Three quarters of the miseries and misunderstandings in the world would finish if people were to put on the shoes of their adversaries and understood their points of view. Mahatma Gandhi
At my recent job interview, I was asked what I thought made me an outstanding teacher. I said that it was my personality that made me so because I am a very empathetic person. I work with a lot of asylum seekers and refugees as well as migrants in precarious situations. Many of my students have had traumatic experiences and consequently suffer from a variety of mental illnesses such as Generalised Anxiety Disorder or Post Traumatic Stress Disorder which greatly affect their learning.
Empathy is extremely important in my job because I am able to put myself in my students’ shoes and try to look at things from their point of view and understand what life may be like for them, the pressure that they are under and the frustration that they sometimes feel when their progress is slow. This awareness of their thoughts and feelings means that I can then adapt my expectations and responses.
A lot of people believe that people with Narcissistic Personality Disorder have a complete lack of empathy and that this is the reason why they can abuse people so easily. Sam Vaknin, author of Malignant Self Love: Narcissism Revisited, and a self-confessed narcissist himself, does not agree with this idea.
He believes that narcissists possess a truncated version of empathy that he calls cold empathy. Narcissists find it difficult to identify the needs and emotions of others but are very attuned to their reactions when they are relevant to the narcissists. If narcissist were completely devoid of empathy they would not resonate with other people. Their empathy exits but they can turn it on and off when they need to. So, while we possess something that I would call warm empathy, they are only able to practise cold empathy, a self-serving form of empathy.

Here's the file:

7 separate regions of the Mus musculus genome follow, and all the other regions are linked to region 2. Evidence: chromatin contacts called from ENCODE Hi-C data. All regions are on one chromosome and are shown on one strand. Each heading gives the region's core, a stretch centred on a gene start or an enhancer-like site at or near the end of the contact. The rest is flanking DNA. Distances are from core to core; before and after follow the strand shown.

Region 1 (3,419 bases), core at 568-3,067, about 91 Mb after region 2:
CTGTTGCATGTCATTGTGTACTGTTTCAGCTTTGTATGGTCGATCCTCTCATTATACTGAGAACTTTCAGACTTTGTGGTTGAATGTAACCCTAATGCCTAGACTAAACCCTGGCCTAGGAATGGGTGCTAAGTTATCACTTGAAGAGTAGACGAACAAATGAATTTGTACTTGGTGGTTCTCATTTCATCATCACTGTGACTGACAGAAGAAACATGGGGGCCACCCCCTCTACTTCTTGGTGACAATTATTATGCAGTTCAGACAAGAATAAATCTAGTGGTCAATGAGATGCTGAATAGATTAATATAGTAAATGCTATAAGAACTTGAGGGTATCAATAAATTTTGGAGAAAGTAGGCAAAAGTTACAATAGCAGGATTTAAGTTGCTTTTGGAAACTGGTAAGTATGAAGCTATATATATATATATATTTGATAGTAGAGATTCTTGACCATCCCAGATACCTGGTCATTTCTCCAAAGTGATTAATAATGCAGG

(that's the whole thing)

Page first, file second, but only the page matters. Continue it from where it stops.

This seems to make complete sense to me. If they did not understand how we feel, they would not be able to manipulate us the way they do. Without the ability to vicariously experience our thoughts and feelings, they would not be able to push our buttons so effectively. My ex-partner knew what would make me upset or jealous or insecure and he purposefully triggered these negative emotions in me. He was able to climb into my skin to get under my skin. “Narcissists damage and hurt but they do so offhandedly and naturally, as an afterthought. They are aware of what they are doing to others – but they do not care.” Sam Vaknin.
My empathetic nature is what attracted him to me. He then used my own empathy against me for his own gratification. Coming to realise this hurts terribly but I do understand why he did it. I know about the rejections, physical abuse, emotional neglect and invalidation that he suffered as a child. I can really feel his pain but there is nothing that I can do about it.
Having empathy towards him, does not mean that I condone his behaviour though. I understand how he thinks and how he feels, but I do not agree with the way that he acted towards me and continues to act towards other people. There is nothing that can justify abuse. Understanding is not accepting. I know where he comes from, but now he has the choice to choose where he wants to go.
After my experience with Narcissistic Abuse, I have learned to mitigate my empathy. It is a gift to be able to see through someone else’s eyes, but we must not forget to see through our own eyes too. I can walk a mile in someone else’s shoes, but I do not need to climb mount Everest in them.